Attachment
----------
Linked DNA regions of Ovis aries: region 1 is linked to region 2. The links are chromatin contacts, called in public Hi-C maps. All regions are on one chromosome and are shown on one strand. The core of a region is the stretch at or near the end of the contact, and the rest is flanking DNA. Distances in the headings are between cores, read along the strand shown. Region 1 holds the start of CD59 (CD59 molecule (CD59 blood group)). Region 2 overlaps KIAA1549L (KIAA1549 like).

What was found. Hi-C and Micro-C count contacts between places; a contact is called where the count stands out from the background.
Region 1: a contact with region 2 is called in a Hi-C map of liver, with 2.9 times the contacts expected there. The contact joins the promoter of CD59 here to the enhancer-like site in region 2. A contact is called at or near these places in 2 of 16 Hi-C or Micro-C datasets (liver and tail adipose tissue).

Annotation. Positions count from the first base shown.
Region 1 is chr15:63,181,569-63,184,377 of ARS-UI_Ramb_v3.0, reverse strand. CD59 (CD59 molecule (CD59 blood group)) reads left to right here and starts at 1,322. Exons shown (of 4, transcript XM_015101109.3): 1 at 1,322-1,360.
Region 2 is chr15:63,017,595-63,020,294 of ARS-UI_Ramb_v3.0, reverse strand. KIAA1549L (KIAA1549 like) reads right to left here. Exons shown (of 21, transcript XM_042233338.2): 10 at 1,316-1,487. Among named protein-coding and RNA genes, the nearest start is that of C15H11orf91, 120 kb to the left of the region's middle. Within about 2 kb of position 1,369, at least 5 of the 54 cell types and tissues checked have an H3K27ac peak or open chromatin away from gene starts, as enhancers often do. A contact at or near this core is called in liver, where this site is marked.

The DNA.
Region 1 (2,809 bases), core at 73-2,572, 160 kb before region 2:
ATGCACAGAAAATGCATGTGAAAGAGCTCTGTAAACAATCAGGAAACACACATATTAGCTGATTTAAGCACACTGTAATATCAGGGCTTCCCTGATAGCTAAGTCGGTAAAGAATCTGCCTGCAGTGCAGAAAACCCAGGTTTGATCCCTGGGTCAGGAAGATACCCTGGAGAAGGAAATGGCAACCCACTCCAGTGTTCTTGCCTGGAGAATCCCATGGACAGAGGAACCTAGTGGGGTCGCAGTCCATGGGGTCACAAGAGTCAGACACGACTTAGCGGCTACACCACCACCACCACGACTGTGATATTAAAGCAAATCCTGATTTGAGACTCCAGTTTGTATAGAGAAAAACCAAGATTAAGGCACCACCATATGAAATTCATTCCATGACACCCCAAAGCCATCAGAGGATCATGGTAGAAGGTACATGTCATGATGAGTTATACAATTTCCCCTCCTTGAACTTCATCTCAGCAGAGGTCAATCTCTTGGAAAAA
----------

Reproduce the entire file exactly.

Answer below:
Linked DNA regions of Ovis aries: region 1 is linked to region 2. The links are chromatin contacts, called in public Hi-C maps. All regions are on one chromosome and are shown on one strand. The core of a region is the stretch at or near the end of the contact, and the rest is flanking DNA. Distances in the headings are between cores, read along the strand shown. Region 1 holds the start of CD59 (CD59 molecule (CD59 blood group)). Region 2 overlaps KIAA1549L (KIAA1549 like).

What was found. Hi-C and Micro-C count contacts between places; a contact is called where the count stands out from the background.
Region 1: a contact with region 2 is called in a Hi-C map of liver, with 2.9 times the contacts expected there. The contact joins the promoter of CD59 here to the enhancer-like site in region 2. A contact is called at or near these places in 2 of 16 Hi-C or Micro-C datasets (liver and tail adipose tissue).

Annotation. Positions count from the first base shown.
Region 1 is chr15:63,181,569-63,184,377 of ARS-UI_Ramb_v3.0, reverse strand. CD59 (CD59 molecule (CD59 blood group)) reads left to right here and starts at 1,322. Exons shown (of 4, transcript XM_015101109.3): 1 at 1,322-1,360.
Region 2 is chr15:63,017,595-63,020,294 of ARS-UI_Ramb_v3.0, reverse strand. KIAA1549L (KIAA1549 like) reads right to left here. Exons shown (of 21, transcript XM_042233338.2): 10 at 1,316-1,487. Among named protein-coding and RNA genes, the nearest start is that of C15H11orf91, 120 kb to the left of the region's middle. Within about 2 kb of position 1,369, at least 5 of the 54 cell types and tissues checked have an H3K27ac peak or open chromatin away from gene starts, as enhancers often do. A contact at or near this core is called in liver, where this site is marked.

The DNA.
Region 1 (2,809 bases), core at 73-2,572, 160 kb before region 2:
ATGCACAGAAAATGCATGTGAAAGAGCTCTGTAAACAATCAGGAAACACACATATTAGCTGATTTAAGCACACTGTAATATCAGGGCTTCCCTGATAGCTAAGTCGGTAAAGAATCTGCCTGCAGTGCAGAAAACCCAGGTTTGATCCCTGGGTCAGGAAGATACCCTGGAGAAGGAAATGGCAACCCACTCCAGTGTTCTTGCCTGGAGAATCCCATGGACAGAGGAACCTAGTGGGGTCGCAGTCCATGGGGTCACAAGAGTCAGACACGACTTAGCGGCTACACCACCACCACCACGACTGTGATATTAAAGCAAATCCTGATTTGAGACTCCAGTTTGTATAGAGAAAAACCAAGATTAAGGCACCACCATATGAAATTCATTCCATGACACCCCAAAGCCATCAGAGGATCATGGTAGAAGGTACATGTCATGATGAGTTATACAATTTCCCCTCCTTGAACTTCATCTCAGCAGAGGTCAATCTCTTGGAAAAA